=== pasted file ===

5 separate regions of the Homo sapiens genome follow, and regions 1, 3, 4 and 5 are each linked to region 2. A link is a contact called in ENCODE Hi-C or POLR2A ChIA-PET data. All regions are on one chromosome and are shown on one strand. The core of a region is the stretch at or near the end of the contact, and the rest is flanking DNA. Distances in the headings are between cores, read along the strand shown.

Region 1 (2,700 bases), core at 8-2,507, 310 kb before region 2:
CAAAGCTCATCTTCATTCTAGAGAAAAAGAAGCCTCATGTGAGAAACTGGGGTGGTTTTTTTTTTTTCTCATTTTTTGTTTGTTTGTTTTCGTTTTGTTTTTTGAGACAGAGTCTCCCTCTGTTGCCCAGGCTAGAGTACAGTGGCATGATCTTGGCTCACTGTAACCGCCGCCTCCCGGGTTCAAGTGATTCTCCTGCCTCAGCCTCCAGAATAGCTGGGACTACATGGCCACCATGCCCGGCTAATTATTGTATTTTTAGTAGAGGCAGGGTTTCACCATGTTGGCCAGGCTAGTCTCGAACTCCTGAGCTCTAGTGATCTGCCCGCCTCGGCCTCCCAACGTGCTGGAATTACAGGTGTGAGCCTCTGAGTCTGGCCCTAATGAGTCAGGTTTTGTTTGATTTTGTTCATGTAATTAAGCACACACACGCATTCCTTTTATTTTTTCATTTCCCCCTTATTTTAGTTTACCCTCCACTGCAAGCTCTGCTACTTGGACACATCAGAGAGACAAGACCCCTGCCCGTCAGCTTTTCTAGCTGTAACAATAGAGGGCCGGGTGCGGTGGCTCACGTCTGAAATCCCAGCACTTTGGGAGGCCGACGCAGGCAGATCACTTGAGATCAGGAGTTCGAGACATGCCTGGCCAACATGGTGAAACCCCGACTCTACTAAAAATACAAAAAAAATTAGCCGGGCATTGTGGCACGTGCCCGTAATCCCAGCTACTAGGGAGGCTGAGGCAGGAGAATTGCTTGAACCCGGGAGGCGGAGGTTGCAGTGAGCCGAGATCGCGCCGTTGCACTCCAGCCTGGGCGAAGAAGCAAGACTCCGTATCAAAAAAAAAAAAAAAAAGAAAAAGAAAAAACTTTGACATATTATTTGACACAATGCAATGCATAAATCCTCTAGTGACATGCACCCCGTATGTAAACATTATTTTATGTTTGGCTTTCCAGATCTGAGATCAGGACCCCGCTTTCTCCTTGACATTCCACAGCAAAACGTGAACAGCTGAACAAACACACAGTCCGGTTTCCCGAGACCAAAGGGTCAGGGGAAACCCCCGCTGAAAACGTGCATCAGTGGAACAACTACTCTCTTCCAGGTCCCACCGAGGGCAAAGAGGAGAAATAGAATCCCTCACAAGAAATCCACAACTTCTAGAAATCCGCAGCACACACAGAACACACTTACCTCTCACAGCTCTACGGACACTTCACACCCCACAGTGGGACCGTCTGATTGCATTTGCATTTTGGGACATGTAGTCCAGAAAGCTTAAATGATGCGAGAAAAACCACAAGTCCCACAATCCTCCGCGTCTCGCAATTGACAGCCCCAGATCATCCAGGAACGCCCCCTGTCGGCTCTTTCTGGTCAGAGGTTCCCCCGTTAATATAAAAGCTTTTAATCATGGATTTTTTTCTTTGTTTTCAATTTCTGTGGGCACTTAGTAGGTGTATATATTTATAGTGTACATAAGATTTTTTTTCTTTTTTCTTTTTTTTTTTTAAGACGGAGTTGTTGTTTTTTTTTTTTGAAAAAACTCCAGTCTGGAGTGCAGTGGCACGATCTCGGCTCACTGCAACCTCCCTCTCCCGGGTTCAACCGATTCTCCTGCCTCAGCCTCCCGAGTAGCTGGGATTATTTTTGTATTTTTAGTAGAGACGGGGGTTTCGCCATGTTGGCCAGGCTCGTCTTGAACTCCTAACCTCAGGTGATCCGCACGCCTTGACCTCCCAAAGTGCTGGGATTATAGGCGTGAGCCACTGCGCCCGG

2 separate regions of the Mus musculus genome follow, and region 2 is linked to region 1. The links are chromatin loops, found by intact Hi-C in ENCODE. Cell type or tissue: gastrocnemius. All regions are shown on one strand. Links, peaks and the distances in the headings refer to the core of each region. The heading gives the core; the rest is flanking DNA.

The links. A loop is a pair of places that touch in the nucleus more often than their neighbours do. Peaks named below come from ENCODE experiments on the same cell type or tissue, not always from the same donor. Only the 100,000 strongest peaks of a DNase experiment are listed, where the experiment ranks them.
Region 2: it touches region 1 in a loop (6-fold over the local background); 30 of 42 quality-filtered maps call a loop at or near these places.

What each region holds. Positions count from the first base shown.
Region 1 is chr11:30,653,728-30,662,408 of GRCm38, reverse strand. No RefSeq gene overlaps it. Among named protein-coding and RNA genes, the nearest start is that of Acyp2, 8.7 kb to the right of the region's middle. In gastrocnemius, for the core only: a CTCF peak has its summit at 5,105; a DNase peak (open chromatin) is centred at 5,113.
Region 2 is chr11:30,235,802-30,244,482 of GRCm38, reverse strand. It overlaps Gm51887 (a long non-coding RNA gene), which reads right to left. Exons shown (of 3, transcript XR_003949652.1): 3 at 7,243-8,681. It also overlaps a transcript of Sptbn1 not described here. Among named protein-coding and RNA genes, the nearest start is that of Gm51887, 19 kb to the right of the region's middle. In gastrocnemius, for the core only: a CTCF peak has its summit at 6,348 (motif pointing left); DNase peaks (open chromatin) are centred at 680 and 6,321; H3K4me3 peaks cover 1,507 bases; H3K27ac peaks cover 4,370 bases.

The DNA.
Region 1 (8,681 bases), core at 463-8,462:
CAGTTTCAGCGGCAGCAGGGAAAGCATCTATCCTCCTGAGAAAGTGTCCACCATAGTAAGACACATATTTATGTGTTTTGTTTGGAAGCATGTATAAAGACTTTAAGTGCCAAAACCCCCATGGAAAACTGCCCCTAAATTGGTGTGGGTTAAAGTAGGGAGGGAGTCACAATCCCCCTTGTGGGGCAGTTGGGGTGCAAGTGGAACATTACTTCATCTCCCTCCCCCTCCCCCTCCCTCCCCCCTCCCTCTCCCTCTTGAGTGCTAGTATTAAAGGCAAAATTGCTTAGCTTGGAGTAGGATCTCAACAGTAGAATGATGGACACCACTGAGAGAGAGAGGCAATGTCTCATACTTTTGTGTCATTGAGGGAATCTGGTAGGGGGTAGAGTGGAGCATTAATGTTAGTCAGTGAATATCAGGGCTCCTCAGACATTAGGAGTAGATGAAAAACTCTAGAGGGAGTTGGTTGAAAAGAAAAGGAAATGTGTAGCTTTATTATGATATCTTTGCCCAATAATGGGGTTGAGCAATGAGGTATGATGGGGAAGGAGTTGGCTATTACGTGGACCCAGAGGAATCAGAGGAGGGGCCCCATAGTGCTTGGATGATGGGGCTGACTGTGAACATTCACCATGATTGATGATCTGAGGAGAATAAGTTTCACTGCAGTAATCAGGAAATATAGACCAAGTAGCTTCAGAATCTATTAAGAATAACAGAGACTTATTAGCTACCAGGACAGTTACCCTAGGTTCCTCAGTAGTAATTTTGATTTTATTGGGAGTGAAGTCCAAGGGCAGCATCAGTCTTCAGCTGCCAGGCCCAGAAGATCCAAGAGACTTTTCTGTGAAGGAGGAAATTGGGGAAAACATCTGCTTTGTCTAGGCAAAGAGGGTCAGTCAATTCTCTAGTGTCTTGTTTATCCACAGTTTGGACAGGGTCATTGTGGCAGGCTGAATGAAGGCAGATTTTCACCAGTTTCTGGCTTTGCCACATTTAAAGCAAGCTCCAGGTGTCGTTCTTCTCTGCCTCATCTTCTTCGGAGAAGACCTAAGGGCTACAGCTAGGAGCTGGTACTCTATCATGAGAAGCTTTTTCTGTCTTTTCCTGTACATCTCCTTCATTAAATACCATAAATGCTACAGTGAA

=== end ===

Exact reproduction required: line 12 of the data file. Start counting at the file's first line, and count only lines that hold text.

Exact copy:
CAGTTTCAGCGGCAGCAGGGAAAGCATCTATCCTCCTGAGAAAGTGTCCACCATAGTAAGACACATATTTATGTGTTTTGTTTGGAAGCATGTATAAAGACTTTAAGTGCCAAAACCCCCATGGAAAACTGCCCCTAAATTGGTGTGGGTTAAAGTAGGGAGGGAGTCACAATCCCCCTTGTGGGGCAGTTGGGGTGCAAGTGGAACATTACTTCATCTCCCTCCCCCTCCCCCTCCCTCCCCCCTCCCTCTCCCTCTTGAGTGCTAGTATTAAAGGCAAAATTGCTTAGCTTGGAGTAGGATCTCAACAGTAGAATGATGGACACCACTGAGAGAGAGAGGCAATGTCTCATACTTTTGTGTCATTGAGGGAATCTGGTAGGGGGTAGAGTGGAGCATTAATGTTAGTCAGTGAATATCAGGGCTCCTCAGACATTAGGAGTAGATGAAAAACTCTAGAGGGAGTTGGTTGAAAAGAAAAGGAAATGTGTAGCTTTATTATGATATCTTTGCCCAATAATGGGGTTGAGCAATGAGGTATGATGGGGAAGGAGTTGGCTATTACGTGGACCCAGAGGAATCAGAGGAGGGGCCCCATAGTGCTTGGATGATGGGGCTGACTGTGAACATTCACCATGATTGATGATCTGAGGAGAATAAGTTTCACTGCAGTAATCAGGAAATATAGACCAAGTAGCTTCAGAATCTATTAAGAATAACAGAGACTTATTAGCTACCAGGACAGTTACCCTAGGTTCCTCAGTAGTAATTTTGATTTTATTGGGAGTGAAGTCCAAGGGCAGCATCAGTCTTCAGCTGCCAGGCCCAGAAGATCCAAGAGACTTTTCTGTGAAGGAGGAAATTGGGGAAAACATCTGCTTTGTCTAGGCAAAGAGGGTCAGTCAATTCTCTAGTGTCTTGTTTATCCACAGTTTGGACAGGGTCATTGTGGCAGGCTGAATGAAGGCAGATTTTCACCAGTTTCTGGCTTTGCCACATTTAAAGCAAGCTCCAGGTGTCGTTCTTCTCTGCCTCATCTTCTTCGGAGAAGACCTAAGGGCTACAGCTAGGAGCTGGTACTCTATCATGAGAAGCTTTTTCTGTCTTTTCCTGTACATCTCCTTCATTAAATACCATAAATGCTACAGTGAA